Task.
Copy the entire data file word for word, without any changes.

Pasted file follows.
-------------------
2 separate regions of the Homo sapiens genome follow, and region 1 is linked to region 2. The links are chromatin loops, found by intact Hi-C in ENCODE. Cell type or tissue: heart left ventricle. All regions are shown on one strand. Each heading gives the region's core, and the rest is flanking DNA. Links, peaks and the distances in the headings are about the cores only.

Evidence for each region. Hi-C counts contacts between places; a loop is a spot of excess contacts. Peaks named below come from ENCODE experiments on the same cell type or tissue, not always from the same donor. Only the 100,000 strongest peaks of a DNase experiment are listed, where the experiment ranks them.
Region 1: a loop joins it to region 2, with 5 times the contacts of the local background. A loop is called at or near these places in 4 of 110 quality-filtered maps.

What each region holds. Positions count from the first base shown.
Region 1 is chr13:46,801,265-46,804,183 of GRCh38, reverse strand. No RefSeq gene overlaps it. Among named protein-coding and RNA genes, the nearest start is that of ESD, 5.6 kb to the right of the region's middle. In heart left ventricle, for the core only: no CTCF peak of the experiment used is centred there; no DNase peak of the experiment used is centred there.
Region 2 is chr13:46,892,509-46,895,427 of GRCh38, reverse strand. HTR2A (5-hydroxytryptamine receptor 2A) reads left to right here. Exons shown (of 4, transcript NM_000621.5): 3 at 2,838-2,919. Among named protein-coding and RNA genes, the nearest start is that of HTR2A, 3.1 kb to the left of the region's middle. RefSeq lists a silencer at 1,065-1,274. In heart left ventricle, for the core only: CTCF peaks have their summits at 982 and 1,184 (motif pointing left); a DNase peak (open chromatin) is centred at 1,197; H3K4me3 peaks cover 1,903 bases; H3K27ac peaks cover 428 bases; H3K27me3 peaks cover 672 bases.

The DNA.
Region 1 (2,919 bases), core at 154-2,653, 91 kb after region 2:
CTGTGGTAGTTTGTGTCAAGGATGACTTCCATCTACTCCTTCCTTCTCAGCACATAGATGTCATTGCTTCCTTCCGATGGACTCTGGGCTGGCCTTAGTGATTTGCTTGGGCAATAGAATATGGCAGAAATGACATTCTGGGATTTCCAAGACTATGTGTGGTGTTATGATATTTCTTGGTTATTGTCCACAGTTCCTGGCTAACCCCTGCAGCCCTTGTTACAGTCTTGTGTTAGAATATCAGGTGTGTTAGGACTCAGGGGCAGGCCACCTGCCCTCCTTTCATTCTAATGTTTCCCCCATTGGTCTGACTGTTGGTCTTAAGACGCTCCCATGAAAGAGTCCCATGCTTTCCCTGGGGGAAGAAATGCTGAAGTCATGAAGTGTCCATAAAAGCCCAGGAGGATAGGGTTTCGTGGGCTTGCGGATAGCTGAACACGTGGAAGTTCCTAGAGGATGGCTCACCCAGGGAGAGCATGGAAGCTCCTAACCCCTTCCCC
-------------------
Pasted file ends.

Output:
2 separate regions of the Homo sapiens genome follow, and region 1 is linked to region 2. The links are chromatin loops, found by intact Hi-C in ENCODE. Cell type or tissue: heart left ventricle. All regions are shown on one strand. Each heading gives the region's core, and the rest is flanking DNA. Links, peaks and the distances in the headings are about the cores only.

Evidence for each region. Hi-C counts contacts between places; a loop is a spot of excess contacts. Peaks named below come from ENCODE experiments on the same cell type or tissue, not always from the same donor. Only the 100,000 strongest peaks of a DNase experiment are listed, where the experiment ranks them.
Region 1: a loop joins it to region 2, with 5 times the contacts of the local background. A loop is called at or near these places in 4 of 110 quality-filtered maps.

What each region holds. Positions count from the first base shown.
Region 1 is chr13:46,801,265-46,804,183 of GRCh38, reverse strand. No RefSeq gene overlaps it. Among named protein-coding and RNA genes, the nearest start is that of ESD, 5.6 kb to the right of the region's middle. In heart left ventricle, for the core only: no CTCF peak of the experiment used is centred there; no DNase peak of the experiment used is centred there.
Region 2 is chr13:46,892,509-46,895,427 of GRCh38, reverse strand. HTR2A (5-hydroxytryptamine receptor 2A) reads left to right here. Exons shown (of 4, transcript NM_000621.5): 3 at 2,838-2,919. Among named protein-coding and RNA genes, the nearest start is that of HTR2A, 3.1 kb to the left of the region's middle. RefSeq lists a silencer at 1,065-1,274. In heart left ventricle, for the core only: CTCF peaks have their summits at 982 and 1,184 (motif pointing left); a DNase peak (open chromatin) is centred at 1,197; H3K4me3 peaks cover 1,903 bases; H3K27ac peaks cover 428 bases; H3K27me3 peaks cover 672 bases.

The DNA.
Region 1 (2,919 bases), core at 154-2,653, 91 kb after region 2:
CTGTGGTAGTTTGTGTCAAGGATGACTTCCATCTACTCCTTCCTTCTCAGCACATAGATGTCATTGCTTCCTTCCGATGGACTCTGGGCTGGCCTTAGTGATTTGCTTGGGCAATAGAATATGGCAGAAATGACATTCTGGGATTTCCAAGACTATGTGTGGTGTTATGATATTTCTTGGTTATTGTCCACAGTTCCTGGCTAACCCCTGCAGCCCTTGTTACAGTCTTGTGTTAGAATATCAGGTGTGTTAGGACTCAGGGGCAGGCCACCTGCCCTCCTTTCATTCTAATGTTTCCCCCATTGGTCTGACTGTTGGTCTTAAGACGCTCCCATGAAAGAGTCCCATGCTTTCCCTGGGGGAAGAAATGCTGAAGTCATGAAGTGTCCATAAAAGCCCAGGAGGATAGGGTTTCGTGGGCTTGCGGATAGCTGAACACGTGGAAGTTCCTAGAGGATGGCTCACCCAGGGAGAGCATGGAAGCTCCTAACCCCTTCCCC